Lunch Wars: Pros and Cons
- Well organized and easy to read
- Readers may feel discouraged by the size of the problem they are facing
- Not for the casual reader/advocate
Review - Lunch Wars
Horrified by the pink slime, grease, and added sugars often found in school food? So is Amy Kalafa. She was so alarmed by what her daughter could, and did, purchase in her school cafeteria that she made a documentary film about school food and how parents could improve it. Lunch Wars is a follow-up to the movie, a how-to manual for advocates who want to "start a school food revolution and win the battle for our children's health" (as the book's subtitle puts it).
The book outlines several issues advocates might want to tackle, starting with the "scary 6 substances" in school food that Kalafa deems dangerous (pesticide residues, flavorings such as MSG, additives and preservatives, hydrogenated oils, sugar and other sweeteners, and genetically engineered foods). Beyond the menu, parents might want to investigate the cafeteria environment and other policies affecting kids' health, including physical education and recess, school gardens, food-based fundraisers, and so on. One especially strong chapter is devoted to writing a good wellness policy for your school or district. It includes a list of common myths about school food improvements, and ways to refute them. For example:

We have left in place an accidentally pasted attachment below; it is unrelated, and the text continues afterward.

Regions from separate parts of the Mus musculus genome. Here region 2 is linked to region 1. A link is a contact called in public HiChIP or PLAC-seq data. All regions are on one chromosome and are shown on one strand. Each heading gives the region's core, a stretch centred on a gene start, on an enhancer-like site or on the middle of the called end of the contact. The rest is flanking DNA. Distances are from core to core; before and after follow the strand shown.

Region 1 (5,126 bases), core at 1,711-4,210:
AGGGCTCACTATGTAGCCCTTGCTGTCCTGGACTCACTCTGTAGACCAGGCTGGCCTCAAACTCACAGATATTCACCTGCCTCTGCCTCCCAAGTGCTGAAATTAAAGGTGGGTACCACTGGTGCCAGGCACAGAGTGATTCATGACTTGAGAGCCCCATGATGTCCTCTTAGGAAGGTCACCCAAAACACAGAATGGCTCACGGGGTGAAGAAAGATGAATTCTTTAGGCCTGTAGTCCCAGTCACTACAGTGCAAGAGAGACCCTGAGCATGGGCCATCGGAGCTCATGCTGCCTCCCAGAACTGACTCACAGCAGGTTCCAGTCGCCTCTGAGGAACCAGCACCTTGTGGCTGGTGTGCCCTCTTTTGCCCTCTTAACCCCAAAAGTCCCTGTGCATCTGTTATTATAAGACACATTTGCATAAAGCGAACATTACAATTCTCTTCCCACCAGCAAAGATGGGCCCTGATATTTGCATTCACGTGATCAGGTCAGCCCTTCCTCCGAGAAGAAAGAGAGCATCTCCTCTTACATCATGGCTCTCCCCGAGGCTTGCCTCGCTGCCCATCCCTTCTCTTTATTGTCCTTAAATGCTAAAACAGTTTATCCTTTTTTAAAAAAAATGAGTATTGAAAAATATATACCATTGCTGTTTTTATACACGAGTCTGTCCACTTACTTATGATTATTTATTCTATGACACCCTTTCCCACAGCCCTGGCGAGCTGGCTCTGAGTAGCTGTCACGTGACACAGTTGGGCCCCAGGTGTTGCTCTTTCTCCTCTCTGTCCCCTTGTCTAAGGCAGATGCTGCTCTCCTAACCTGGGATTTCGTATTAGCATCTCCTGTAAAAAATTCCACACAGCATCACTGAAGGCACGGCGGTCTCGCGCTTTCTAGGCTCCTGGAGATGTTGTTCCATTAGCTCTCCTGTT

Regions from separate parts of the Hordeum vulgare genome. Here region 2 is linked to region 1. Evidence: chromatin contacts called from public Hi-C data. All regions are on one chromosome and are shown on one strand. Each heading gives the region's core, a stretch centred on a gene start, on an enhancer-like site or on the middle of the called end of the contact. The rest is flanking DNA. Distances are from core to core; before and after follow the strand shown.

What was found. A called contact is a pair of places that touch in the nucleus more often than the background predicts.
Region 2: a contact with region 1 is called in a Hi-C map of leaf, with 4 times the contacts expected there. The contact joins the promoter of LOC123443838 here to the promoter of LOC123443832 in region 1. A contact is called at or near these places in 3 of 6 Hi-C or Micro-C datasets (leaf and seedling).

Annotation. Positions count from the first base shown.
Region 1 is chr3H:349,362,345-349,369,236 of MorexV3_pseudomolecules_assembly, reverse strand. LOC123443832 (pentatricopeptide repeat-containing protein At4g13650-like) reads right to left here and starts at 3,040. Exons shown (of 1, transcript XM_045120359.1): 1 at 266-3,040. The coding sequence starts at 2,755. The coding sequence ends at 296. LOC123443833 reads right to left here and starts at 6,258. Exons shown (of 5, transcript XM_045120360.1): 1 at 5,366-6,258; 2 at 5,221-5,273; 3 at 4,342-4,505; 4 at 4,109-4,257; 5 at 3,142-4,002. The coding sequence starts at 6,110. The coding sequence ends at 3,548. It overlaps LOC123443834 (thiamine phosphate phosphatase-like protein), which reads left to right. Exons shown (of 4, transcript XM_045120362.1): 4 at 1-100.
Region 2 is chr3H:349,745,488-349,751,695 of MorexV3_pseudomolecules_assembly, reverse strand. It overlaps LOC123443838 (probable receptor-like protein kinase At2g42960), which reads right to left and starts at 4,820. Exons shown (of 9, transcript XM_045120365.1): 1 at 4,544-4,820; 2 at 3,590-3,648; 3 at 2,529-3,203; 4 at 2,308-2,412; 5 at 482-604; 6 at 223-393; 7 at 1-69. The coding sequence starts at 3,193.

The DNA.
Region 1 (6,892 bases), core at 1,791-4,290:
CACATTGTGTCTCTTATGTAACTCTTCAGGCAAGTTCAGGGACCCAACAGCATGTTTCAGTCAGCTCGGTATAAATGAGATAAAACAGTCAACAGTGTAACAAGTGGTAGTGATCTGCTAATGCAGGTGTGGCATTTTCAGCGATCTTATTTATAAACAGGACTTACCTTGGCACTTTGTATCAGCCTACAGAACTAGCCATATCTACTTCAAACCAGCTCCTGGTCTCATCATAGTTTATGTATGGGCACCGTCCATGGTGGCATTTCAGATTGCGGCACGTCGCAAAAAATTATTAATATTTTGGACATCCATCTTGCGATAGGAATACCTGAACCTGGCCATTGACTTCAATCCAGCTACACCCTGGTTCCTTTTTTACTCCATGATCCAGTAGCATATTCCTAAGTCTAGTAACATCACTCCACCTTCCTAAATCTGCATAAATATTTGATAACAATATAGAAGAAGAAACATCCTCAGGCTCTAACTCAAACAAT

The kids won't eat it; the kids won't like it.
Most kids are more flexible than we give them credit for. If new foods are introduced properly (tasting, learning about what the food is and where it comes from), children learn to like them readily. Not all kids like every food, but in every example I've found, more students preferred the new food, with some exceptions like nuggets and fries—these were tough to wean from and were phased out over time.
This is a matter of personal choice; parents should decide what their kids should eat, not the schools.
...Educators make decisions on behalf of their students every day. From curriculum content, to where they should go on field trips, to whether the district must cut the music and arts budget or the athletics budget, parents can give input but must ultimately rely on school administrators to act on our behalf.
Lunch Wars also includes a chapter discussing the outsourcing of school food to large food service management companies. Kalafa explains in detail how these corporations work, as well as how federal and local school food programs operate. She gives guidance on how advocates can gather information and then use it. She provides sample letters, surveys, and press releases, plus tips on how to run meetings. Case studies and profiles of activists are sprinkled throughout the book, providing inspiration and fresh ideas. Most (strangely, not all) chapters end with a summary of the steps and how-tos presented in that section.
If you're concerned about school food but don't know where to start, this book will give you the inspiration and the tools to get started. And if you've already started down this path, I think you'll still find much to use in these pages.